• Paradoxes of Enlightenment
  • Latin America in Global Intellectual History
  • Theories of Totalitarianism
  • Colonialism in Sub-Saharan Africa
  • Twentieth Century British History: Ideologies, Identities, Cultures, Controversies
  • Pornography, Obscenity and Politics in Europe since 1789
  • Crisis and Future in 19th Century European Thought
  • Students may also take modules from other UCL departments, subject to the approval of the degree tutor

This list is indicative only: not all modules are available every year.

Dissertation/report

All students undertake an independent research project on a topic in European history which culminates in a dissertation of up to 15,000 words.

Teaching and learning

The programme is delivered through a combination of lectures, seminars, tutorials, and a language module taught either through the UCL Centre for Language & International Education or through the language departments. Students will be assessed by a variety of methods including unseen written examination, oral assessment, written coursework and the dissertation.

Further information on modules and degree structure is available on the department website: European History MA

Careers

This programme not only provides an outstanding foundation for those hoping to undertake PhD research and pursue an academic career but is also popular with students wishing to go into journalism, the civil service, business, museum and heritage and the education sector. Debates, small group seminars and tutorials help students to acquire strong presentation and negotiation skills for their future career. 

Recent career destinations for this degree

  • Adoption Policy Adviser, Civil Service Fast Stream
  • Document Specialist, Sektor Solutions
  • Research Co-ordinator, UCL
  • PhD in History, University of St Andrews
  • Digitization Assistant, Dalhousie University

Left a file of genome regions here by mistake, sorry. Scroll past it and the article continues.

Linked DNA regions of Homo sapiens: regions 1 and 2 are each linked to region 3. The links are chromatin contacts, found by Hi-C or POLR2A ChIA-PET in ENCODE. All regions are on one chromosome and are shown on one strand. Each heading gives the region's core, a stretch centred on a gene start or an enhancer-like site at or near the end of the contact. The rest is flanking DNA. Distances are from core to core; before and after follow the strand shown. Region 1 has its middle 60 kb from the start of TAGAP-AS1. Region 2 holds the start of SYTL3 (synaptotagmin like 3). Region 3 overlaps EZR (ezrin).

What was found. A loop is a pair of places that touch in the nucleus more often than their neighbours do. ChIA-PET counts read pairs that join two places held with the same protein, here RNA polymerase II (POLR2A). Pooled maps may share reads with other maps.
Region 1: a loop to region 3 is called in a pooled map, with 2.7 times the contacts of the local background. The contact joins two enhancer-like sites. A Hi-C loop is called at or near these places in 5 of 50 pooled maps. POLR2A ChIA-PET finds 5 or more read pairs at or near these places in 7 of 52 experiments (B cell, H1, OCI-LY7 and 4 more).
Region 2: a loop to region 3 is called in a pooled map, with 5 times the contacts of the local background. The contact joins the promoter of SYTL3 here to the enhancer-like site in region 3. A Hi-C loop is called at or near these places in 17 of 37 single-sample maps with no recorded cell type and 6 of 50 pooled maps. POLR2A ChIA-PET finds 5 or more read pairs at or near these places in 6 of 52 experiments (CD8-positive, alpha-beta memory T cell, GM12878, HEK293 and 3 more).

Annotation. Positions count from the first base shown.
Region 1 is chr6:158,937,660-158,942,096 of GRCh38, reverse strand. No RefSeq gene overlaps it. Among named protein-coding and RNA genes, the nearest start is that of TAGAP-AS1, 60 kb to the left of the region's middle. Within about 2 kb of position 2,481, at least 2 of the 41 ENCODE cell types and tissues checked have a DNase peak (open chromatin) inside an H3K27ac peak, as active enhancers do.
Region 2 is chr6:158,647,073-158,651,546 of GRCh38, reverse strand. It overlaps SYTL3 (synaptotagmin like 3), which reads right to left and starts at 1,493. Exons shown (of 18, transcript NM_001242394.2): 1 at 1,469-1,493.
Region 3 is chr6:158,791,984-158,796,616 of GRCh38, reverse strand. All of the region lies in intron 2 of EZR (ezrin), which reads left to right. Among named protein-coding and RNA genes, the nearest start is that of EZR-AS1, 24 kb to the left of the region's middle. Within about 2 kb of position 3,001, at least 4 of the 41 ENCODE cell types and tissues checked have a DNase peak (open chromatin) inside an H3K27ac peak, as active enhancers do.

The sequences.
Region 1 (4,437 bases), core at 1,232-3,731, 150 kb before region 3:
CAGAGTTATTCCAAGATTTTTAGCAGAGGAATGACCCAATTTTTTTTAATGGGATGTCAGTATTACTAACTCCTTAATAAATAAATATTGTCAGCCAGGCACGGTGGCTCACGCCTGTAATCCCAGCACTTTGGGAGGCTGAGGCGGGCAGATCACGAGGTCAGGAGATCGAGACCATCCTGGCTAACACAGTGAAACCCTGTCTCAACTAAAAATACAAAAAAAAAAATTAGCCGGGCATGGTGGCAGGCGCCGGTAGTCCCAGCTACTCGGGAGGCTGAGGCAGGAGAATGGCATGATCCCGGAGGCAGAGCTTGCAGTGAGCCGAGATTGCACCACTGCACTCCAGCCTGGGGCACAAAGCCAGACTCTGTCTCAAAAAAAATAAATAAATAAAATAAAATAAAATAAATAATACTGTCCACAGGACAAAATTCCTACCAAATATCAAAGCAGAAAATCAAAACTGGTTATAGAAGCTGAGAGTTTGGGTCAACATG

Employability

The programme is designed to enable students to obtain training specifically aimed at further research in the field of European history, by introducing them to the remarkable range of historical sources available in London, and equipping them with the skills needed to locate and interpret sources relevant to their particular areas of interest.

The analytical and research skills gained by students on this programme are highly valued by employers from a range of industries. There are many additional activities available, both within the department and the wider UCL community, to help students focus on employability skills whilst they are here, for example departmental careers talks and networking opportunities with history alumni.

Careers data is taken from the ‘Destinations of Leavers from Higher Education’ survey undertaken by HESA looking at the destinations of UK and EU students in the 2013–2015 graduating cohorts six months after graduation.

Why study this degree at UCL?

UCL History enjoys an outstanding international reputation for its research and teaching.

The department is strongly committed to the intellectual development of all our students; if you come to UCL, you will receive individual supervision from leading historians.

Located in Bloomsbury, UCL History is just a few minutes' walk away from the exceptional resources of the British Library, the British Museum and the research institutes of the University of London, including the Warburg Institute and the Institute of Historical Research.

Research Excellence Framework (REF)

The Research Excellence Framework, or REF, is the system for assessing the quality of research in UK higher education institutions. The 2014 REF was carried out by the UK's higher education funding bodies, and the results used to allocate research funding from 2015/16.

The following REF score was awarded to the department: History

82% rated 4* (‘world-leading’) or 3* (‘internationally excellent’)

Learn more about the scope of UCL's research, and browse case studies, on our Research Impact website.



Read less
Our MA in French and Comparative Literature involves the postgraduate study of literature beyond national and linguistic borders with a particular focus on French culture. Read more
Our MA in French and Comparative Literature involves the postgraduate study of literature beyond national and linguistic borders with a particular focus on French culture.

Comparative Literature at Kent involves the study of literature from two or more European cultures, to gain an intercultural and transnational understanding of cultural practice. The MA in French and Comparative Literature introduces you to a wide range of theoretical perspectives, enriching your appreciation of the cultures, texts and critical practices examined in the programme’s various modules. You benefit from expert teaching from members of the Department of Modern Languages (http://www.kent.ac.uk/secl/modern-languages/index.html) and the Department of Comparative Literature (http://www.kent.ac.uk/secl/complit/index.html) and thus participate in an interdisciplinary dialogue.